Our town centre – a mixed picture

Why does the appearance of parts of Ipswich town centre vary from a little bit run-down  to smart and tidy?

You can take a look at the former Queen’s Head public house building at the top of Civic Drive.

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The former Queen’s Head building

It’s a right dilapidated mess with peeling paint and dirty windows. Ipswich Borough Council is the ultimate landlord but does not seem to care about its deteriorated condition. There is a lovely new restaurant next door in the former Iceland store. But the former pub is a prime spot at the entry to the town centre, and lets the town down. The Conservative group at the Borough Council have repeatedly pressed the Labour council gives it a tidy up, but Labour have refused to take any responsibility. Conservative Councillors even offered to paint the exterior themselves but the Labour councillor responsible made an excuse and rejected this generous offer !  It seems the Labour councillors want this area to look scruffy.

There have been a number of homeless people living in tents in the Elm Street and Civic Drive area. On the grass area in Civic Drive, the tents remaining were abandoned and mysteriously caught fire 2 days later and the fire brigade had to extinguish the potentially damaging blaze. Yet the Borough Council took over 2 weeks to tidy up the charred remains and other dumped camping materials. Why didn’t they clear the mess up immediately?

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Before the fire
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Abandoned and burnt out

You can then look at the smartened up Princes Street area from the railway station up to the Civic Drive area. Why is this area so much more attractive now? It is partly because the previous Conservative MP for Ipswich, Ben Gummer, worked with the government and councils to allocate this an Enterprise Zone. This means businesses pay reduced or nil business rates for up to 5 years and the Conservative government reimburses the local authority for their reduced rates. The Borough Council has taken advantage of this, through their arms length company, Ipswich Borough Assets, helping to develop the Birketts building.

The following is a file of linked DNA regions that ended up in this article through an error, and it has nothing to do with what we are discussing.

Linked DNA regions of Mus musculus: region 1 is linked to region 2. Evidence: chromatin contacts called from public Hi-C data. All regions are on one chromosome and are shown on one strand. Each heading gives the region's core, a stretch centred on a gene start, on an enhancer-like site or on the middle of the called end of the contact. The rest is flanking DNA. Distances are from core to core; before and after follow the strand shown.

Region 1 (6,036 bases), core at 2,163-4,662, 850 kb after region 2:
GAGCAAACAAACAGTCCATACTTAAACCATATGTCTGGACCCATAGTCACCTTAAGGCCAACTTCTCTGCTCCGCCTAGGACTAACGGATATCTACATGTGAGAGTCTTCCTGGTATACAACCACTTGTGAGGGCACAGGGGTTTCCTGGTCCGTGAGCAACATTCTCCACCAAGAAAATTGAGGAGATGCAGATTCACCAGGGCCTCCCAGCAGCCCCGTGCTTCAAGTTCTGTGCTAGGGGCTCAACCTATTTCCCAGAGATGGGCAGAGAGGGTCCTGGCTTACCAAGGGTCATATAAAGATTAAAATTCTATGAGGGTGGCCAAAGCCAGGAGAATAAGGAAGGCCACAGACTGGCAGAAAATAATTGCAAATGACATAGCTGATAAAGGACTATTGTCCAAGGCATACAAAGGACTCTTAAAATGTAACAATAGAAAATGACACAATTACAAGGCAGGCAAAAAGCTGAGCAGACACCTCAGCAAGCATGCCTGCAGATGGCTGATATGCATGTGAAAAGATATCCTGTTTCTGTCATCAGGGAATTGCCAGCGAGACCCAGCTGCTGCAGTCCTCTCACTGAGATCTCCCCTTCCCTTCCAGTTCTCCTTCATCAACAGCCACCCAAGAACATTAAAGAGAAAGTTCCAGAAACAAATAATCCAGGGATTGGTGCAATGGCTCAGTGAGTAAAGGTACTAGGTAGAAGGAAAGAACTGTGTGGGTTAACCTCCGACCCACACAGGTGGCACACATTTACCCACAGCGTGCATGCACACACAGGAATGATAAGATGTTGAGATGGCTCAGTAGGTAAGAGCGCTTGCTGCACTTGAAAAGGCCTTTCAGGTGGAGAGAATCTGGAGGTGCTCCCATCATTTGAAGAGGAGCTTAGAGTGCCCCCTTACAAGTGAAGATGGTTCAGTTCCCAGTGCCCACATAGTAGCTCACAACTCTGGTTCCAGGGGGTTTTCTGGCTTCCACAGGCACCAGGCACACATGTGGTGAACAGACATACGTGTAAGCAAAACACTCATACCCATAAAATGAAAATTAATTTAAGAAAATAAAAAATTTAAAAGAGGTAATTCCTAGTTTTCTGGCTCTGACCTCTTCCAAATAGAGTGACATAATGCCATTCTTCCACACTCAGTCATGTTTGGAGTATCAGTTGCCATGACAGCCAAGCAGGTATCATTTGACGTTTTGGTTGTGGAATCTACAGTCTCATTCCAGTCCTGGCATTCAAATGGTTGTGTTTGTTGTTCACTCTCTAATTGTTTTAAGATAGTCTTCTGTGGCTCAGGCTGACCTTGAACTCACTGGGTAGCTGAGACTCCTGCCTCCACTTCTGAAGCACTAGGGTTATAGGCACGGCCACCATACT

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Princes St

So my conclusion is where the Labour Borough Council wants parts of the town to look run-down and scruffy, they do absolutely nothing. But where private sector developers, possibly working in conjunction with a Conservative government initiative, the incentive is there for everyone to work together to improve the visual appearance. The refurbished Buttermarket shopping centre is another great example of private sector money investing in improving Ipswich.

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Buttermarket Shopping Centre
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Shopping and car parking-what is happening ?